University News | July 23, 2018
The number of tourists traveling across borders is ever expanding and expected to reach 1.8 billion people per year by 2030. “Some areas are overwhelmed by tourists and the local populace do not want to have more. That’s how powerful tourism is,” says Associate Professor Yusuke Ishiguro of Hokkaido University.
As part of the Hokkaido Summer Institute (HSI), Ishiguro organized the course “Multicultural coexistence in tourist destinations” to discuss inbound tourism and its influence on local culture or itself. He was joined by three other experts, Associate Professor Yohei Fujino and Assistant Professor Svetlana Paichadze of Hokkaido University, and Ramon Serrat of Barcelona University to teach the five-day course held between July 4th and 8th, which was attended by eight students from China, Taiwan, Guatemala, Ecuador and Japan.
On the second day, Fujino talked about how “national identity” is expressed differently at museums in Taiwan; The Armed Force Museum emphasizes Chinese identity and the unification of the country while The Green Island Human Rights Cultural Park represents Taiwanese identity and focuses on political prisoners during the White Terror. “People in Taiwan choose which museum to go based on their political stance,” said Fujino. Paichadze then briefly introduced the complex history of Sakhalin island, or Karafuto in Japanese, where populations of Ainu and other indigenous people, Japanese, Korean, and Russian people coexisted as a result of WWII. Paichadze also mentioned how museums in Sapporo and Sakhalin depict history differently.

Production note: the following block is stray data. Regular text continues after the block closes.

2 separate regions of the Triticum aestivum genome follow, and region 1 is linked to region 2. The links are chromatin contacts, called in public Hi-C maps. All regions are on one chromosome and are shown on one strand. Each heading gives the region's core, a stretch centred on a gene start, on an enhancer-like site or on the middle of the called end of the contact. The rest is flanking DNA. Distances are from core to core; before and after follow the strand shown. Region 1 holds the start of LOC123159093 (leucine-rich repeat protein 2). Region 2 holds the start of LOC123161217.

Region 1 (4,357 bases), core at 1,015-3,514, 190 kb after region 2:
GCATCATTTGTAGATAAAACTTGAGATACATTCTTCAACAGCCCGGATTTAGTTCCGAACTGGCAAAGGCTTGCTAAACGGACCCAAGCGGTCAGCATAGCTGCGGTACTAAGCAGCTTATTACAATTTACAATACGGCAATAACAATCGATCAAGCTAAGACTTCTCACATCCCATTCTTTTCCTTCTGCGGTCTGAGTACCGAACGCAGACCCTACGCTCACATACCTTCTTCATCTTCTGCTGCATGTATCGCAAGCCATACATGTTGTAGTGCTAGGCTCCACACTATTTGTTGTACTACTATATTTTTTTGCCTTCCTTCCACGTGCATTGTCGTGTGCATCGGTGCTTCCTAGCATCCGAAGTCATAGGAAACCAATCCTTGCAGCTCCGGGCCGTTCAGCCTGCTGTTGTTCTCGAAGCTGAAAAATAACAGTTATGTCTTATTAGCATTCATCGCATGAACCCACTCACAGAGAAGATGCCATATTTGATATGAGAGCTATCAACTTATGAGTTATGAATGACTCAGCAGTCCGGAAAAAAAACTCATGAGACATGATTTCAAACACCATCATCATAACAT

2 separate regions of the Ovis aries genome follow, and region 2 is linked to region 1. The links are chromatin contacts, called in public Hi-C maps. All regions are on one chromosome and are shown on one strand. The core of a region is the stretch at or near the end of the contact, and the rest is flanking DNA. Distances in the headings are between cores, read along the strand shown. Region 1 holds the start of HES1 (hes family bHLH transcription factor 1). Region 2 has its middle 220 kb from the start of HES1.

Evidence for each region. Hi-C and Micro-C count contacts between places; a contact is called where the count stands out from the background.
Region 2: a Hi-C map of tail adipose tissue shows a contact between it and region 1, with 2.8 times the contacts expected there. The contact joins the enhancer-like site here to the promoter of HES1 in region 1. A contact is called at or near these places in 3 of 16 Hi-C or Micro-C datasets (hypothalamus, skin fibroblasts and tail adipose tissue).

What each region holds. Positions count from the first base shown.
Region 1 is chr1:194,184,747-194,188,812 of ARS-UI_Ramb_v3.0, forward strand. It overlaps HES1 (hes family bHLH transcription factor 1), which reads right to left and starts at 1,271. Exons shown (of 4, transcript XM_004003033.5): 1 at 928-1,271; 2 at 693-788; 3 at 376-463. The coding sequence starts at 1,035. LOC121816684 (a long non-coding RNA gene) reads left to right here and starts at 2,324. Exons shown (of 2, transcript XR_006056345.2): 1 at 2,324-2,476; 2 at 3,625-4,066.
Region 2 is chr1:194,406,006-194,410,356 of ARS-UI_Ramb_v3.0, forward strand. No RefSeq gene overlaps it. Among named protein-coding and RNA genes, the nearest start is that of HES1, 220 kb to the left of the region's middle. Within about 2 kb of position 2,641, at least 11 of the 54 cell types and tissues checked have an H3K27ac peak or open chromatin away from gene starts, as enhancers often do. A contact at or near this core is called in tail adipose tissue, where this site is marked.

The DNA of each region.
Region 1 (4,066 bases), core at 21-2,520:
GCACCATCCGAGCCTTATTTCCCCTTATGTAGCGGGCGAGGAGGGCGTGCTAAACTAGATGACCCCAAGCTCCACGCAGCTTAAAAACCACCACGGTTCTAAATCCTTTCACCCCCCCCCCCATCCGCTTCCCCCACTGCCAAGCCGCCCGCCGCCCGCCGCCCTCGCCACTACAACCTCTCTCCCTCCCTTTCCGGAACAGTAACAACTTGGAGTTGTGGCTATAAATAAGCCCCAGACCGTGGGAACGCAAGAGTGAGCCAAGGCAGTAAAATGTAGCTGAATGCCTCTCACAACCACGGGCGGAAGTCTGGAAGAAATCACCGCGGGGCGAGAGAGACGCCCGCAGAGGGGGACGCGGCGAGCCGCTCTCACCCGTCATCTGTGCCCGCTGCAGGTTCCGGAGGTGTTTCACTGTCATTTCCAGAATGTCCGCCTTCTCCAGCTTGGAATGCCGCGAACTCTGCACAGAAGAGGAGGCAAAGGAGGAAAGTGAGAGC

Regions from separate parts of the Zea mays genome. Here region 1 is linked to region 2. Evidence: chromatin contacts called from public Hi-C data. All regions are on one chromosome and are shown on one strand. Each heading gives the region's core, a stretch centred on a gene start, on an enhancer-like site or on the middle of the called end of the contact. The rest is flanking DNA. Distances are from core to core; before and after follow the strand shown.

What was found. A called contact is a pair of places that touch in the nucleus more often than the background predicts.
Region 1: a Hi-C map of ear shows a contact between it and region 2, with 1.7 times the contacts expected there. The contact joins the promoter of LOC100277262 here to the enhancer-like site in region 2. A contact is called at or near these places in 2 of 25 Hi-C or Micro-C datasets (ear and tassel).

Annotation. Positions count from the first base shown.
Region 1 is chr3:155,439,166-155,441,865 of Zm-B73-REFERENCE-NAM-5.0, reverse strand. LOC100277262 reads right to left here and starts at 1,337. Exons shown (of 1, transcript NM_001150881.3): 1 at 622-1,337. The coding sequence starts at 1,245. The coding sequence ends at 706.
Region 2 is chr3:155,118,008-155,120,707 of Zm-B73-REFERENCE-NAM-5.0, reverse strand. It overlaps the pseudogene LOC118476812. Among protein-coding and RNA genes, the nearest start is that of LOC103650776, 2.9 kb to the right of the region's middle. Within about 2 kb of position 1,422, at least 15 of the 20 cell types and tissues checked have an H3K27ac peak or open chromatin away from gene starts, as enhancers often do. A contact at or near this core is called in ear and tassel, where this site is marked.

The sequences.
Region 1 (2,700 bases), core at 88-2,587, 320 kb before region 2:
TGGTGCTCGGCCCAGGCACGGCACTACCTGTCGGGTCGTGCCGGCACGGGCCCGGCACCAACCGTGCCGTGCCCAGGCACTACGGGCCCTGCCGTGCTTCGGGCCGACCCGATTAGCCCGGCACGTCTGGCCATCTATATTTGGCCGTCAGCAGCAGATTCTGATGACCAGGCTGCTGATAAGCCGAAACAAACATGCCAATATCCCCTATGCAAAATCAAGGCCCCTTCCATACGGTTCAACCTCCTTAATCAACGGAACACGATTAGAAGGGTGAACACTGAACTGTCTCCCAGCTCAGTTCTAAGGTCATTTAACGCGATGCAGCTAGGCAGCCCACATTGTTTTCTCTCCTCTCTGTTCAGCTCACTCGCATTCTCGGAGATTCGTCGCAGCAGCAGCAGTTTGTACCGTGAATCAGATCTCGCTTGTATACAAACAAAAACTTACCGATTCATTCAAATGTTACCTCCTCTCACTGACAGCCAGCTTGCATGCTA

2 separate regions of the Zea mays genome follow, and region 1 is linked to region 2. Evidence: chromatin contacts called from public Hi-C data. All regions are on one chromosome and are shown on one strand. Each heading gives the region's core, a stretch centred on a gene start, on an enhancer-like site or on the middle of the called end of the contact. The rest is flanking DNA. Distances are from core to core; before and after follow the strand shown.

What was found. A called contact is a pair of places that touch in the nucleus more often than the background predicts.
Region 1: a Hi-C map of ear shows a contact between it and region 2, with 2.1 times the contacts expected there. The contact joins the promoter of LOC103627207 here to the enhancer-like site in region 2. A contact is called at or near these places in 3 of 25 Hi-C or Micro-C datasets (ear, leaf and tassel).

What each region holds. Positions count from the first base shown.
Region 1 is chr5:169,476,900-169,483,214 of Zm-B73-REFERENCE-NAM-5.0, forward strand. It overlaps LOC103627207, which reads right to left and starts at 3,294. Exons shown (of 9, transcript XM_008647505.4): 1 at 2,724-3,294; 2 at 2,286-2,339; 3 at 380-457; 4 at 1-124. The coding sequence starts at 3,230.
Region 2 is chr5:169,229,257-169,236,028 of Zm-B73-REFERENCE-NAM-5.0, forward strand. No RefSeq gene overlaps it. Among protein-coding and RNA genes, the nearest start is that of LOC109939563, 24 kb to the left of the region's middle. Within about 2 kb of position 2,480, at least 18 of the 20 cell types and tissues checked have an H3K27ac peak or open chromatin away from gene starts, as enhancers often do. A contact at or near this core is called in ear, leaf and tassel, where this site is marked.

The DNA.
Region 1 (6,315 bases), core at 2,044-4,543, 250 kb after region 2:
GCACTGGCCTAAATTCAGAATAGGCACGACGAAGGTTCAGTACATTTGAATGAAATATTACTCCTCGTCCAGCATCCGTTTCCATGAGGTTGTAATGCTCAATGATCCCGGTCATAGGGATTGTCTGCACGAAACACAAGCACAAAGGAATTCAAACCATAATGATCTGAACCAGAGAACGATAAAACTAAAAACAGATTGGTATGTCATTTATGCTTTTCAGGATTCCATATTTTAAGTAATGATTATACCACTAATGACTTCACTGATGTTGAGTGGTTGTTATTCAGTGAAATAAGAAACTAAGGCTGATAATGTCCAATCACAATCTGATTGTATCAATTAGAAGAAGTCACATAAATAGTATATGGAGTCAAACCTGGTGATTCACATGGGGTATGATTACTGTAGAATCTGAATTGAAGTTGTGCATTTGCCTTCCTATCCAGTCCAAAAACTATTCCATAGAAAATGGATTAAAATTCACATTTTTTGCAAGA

Drawing from political scientist Benedict Anderson’s theory, Fujino said “Government uses ‘Census, Maps, and Museums’ to shape national identity and form the image of the nation.” Serrat added, “Generally speaking, after WWII, museums in Europe have provided unbiased facts so that visitors can think for themselves.” They also discussed how an increase in foreign tourists can influence the management and exhibitions of local museums.
On the following day, Serrat lectured on the strong relationship between tourism and culture, and how to manage the possible conflicts arising from the presence of high numbers of visitors in inhabited and often fragile cultural sites.
Afterwards, students took a field trip to Niseko, one of the most multicultural areas in Japan, to learn firsthand the benefits and challenges of multicultural coexistence at tourist destinations.
Liu Xiaotong, who studies tourism at Nankai University in China, said “Tourism involves a lot of different angles such as sociology, economics, culture and people, and that’s why I became interested in studying it. I enjoyed this course and learned the importance of understanding tourism in an international and multicultural context.”
This summer, the Hokkaido Summer Institute (HSI) is running more than 100 courses in diverse disciplines. Visit HSI’s website for more information.